Why election success lies in the hands of these six key officials

Some of the key people to watch ahead of the August 9 general election.

As the political tempo rises ahead of the August 9 General Election, six senior government officials hold the key to a successful, credible, fair and peaceful transition.

From the party nomination process, cleaning of voter resister, clearing of candidates, technology, security and internet connectivity, these individuals hold Kenya’s destiny in the next six months.

They will also superintend the actual election, tallying and declaration of results. More than 22 million voters will go to the ballot to elect candidates for 1,883 positions, including a new President, Deputy President, governors, senators, MPs, MCAs and woman representatives.  

Given that Kenya’s elections are rigorous, emotive, ethnic oriented and aggressive, the role of the polls agency, regulators, Judiciary and security agents cannot be gainsaid.  

The Independent Electoral and Boundaries Commission chairman Wafula Chebukati, Registrar of Political Parties (RPP) Anne Nderitu, Communications Authority of Kenya director-general Ezra Chiloba are critical. 

Chief Justice Martha Koome, Inspector General of Police Hilary Mutyambai and Data protection commissioner Immaculate Kassait will also play a critical role before and after the election.

Their actions while discharging their duties will impact the credibility of the polls. This will be the second election that will have Chebukati at the helm of IEBC. His commission has completed the second and final registration of voters this week and asked interested companies to present themselves for a tender to audit the voter register. 

In 2017, President Uhuru Kenyatta’s re-election was nullified by the Supreme Court because the process, according to then Chief Justice David Maraga, had not been “conducted in accordance with the Constitution.”

One of the reasons for nullification was that the IEBC conceded it did not use the electronic transmission system as required by law and instead relied on text messages and photographs of manually filled forms as sources of information. Chebukati faces a tough test of ensuring this election will be simple, transparent and verifiable. Nderitu’s office is mandated to oversee political parties' nomination which in the past has triggered legal battles arising from candidates dissatisfied with results. Most disputes are handled by the Political Parties Disputes Tribunal (PPDT).

The amended Political Parties Act gave RPP powers to determine who belongs to which party and therefore can contest which position.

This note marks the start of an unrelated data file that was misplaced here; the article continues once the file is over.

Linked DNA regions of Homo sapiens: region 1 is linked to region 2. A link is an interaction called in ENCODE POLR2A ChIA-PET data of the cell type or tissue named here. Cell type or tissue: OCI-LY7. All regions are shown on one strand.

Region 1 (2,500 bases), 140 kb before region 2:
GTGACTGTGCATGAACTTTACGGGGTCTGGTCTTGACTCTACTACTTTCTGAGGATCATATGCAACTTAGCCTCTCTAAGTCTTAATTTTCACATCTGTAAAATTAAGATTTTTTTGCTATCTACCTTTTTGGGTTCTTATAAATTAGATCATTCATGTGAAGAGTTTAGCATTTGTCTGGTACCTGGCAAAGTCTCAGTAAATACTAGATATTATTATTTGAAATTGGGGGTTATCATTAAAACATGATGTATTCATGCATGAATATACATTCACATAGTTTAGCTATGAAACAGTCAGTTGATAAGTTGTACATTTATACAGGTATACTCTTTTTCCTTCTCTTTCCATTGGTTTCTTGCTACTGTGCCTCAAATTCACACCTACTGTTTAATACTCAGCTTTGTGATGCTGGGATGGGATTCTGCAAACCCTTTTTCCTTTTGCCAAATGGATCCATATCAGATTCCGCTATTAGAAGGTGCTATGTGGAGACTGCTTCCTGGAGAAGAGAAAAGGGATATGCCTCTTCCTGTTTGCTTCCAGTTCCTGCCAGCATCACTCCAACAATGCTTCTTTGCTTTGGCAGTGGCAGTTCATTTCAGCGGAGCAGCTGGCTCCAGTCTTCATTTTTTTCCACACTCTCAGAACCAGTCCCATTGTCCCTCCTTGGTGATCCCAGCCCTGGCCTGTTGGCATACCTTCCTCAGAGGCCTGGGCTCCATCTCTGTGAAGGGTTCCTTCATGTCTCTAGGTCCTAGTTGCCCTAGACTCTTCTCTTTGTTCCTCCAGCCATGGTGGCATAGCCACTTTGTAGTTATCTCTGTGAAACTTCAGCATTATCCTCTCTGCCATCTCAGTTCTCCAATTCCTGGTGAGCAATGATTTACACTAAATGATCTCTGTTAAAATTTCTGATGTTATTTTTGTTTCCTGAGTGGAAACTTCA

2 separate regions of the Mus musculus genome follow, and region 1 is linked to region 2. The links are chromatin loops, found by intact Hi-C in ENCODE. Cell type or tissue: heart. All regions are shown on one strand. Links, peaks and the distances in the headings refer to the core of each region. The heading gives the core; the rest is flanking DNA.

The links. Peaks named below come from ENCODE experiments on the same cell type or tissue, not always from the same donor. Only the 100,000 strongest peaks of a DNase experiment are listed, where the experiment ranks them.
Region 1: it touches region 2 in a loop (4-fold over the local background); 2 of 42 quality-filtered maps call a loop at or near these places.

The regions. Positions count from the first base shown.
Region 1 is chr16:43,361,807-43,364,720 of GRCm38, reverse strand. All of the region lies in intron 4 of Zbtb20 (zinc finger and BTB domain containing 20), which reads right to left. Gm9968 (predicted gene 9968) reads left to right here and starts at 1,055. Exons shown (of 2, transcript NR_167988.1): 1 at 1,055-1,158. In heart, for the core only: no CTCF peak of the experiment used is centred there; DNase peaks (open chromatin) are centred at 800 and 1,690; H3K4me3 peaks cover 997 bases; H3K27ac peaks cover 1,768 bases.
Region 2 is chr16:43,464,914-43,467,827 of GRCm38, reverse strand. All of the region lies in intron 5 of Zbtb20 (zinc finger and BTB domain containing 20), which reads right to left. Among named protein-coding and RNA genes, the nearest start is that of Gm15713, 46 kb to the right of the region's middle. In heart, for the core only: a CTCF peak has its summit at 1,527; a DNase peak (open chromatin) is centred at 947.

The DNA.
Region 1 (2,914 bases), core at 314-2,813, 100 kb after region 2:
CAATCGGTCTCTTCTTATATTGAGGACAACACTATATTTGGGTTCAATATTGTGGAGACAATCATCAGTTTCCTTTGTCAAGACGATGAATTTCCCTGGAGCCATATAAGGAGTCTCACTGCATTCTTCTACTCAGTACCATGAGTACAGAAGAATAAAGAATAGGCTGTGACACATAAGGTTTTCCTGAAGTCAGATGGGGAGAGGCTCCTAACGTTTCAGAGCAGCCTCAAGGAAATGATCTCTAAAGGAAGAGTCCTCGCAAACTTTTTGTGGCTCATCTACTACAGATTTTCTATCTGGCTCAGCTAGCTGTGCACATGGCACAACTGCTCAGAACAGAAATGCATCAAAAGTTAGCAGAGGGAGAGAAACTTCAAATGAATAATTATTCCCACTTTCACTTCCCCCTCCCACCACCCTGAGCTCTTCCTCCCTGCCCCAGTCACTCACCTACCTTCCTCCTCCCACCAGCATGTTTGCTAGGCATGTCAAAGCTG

Nderitu will have great influence in ensuring thousands of aspirants vying for different seats belong to the said parties. 

Chiloba’s office is mandated to license all systems and services in the communications industry, including telecommunications, postal, courier and broadcasting and managing the frequency spectrum and numbering resources.

On Tuesday, Chiloba directed media houses to ensure objectivity in their broadcasts. “As the country approaches the 2022 General Election, the Authority wishes to remind broadcasters of their obligation in respect to the responsible use of the broadcasting platform as articulated in the Code, Broadcasting Regulations, and the ICT Sector law,” Chiloba wrote to television and radio stations.

Standard of broadcast

The Kenya Information and Communications Act (KICA CAP411A), mandates the Authority to set out standards for the time and manner of programmes to be broadcast. 

This role is crucial in that, Chiloba is expected to ensure connectivity across the country for relaying of election results across the 51,000 expected polling stations. In 2017, hundreds of polling stations could not provide results on time.

The new amendment to the Election Act proposing to ban live coverage of election results thrust Chiloba into the heart of the process given that he will be tasked to ensure that provision is implemented.

Kassait, a former IEBC director, was sworn in as Kenya’s first data protection commissioner to actualise the Data Protection Act, 2019. 

Under her docket is the regulation of social media, including Google, Facebook and Twitter, accountable to Kenyan laws. Kassait’s office has the power to investigate a complaint made by a data subject or a third party and impose administrative fines.

Since the 2017 elections, IEBC has not opened its servers to give Kenyans the results and it will be the role of the Data Protection commissioner to keep such information. 

Dispute negotiation

The commission also has the authority to facilitate conciliation, mediation and negotiation on disputes arising from the Act, issue summons to a witness for purposes of investigation, and require any person subject to the Act to provide information.

For Mutyambai, ensuring a peaceful election is a litmus test on his term that is supposed to end next year. During the election period, he will command a force manning the 51,000 polling stations.

How he conducts the task will be the highlight of his tenure and any commission or omission on his part will define his legacy. In the past, former police commissioner Major Gen Hussein Ali battled a case at the International Criminal Court (ICC) over his handling of the 2007 elections.

ICC Prosecutor Luis Moreno-Ocampo charged Major Gen Ali and two other suspects with five counts of crimes against humanity for their alleged roles. 

CJ Koome will offer refuge to those seeking legal redress.

The Standard
Celebrate Easter in style with our KES999 annual offer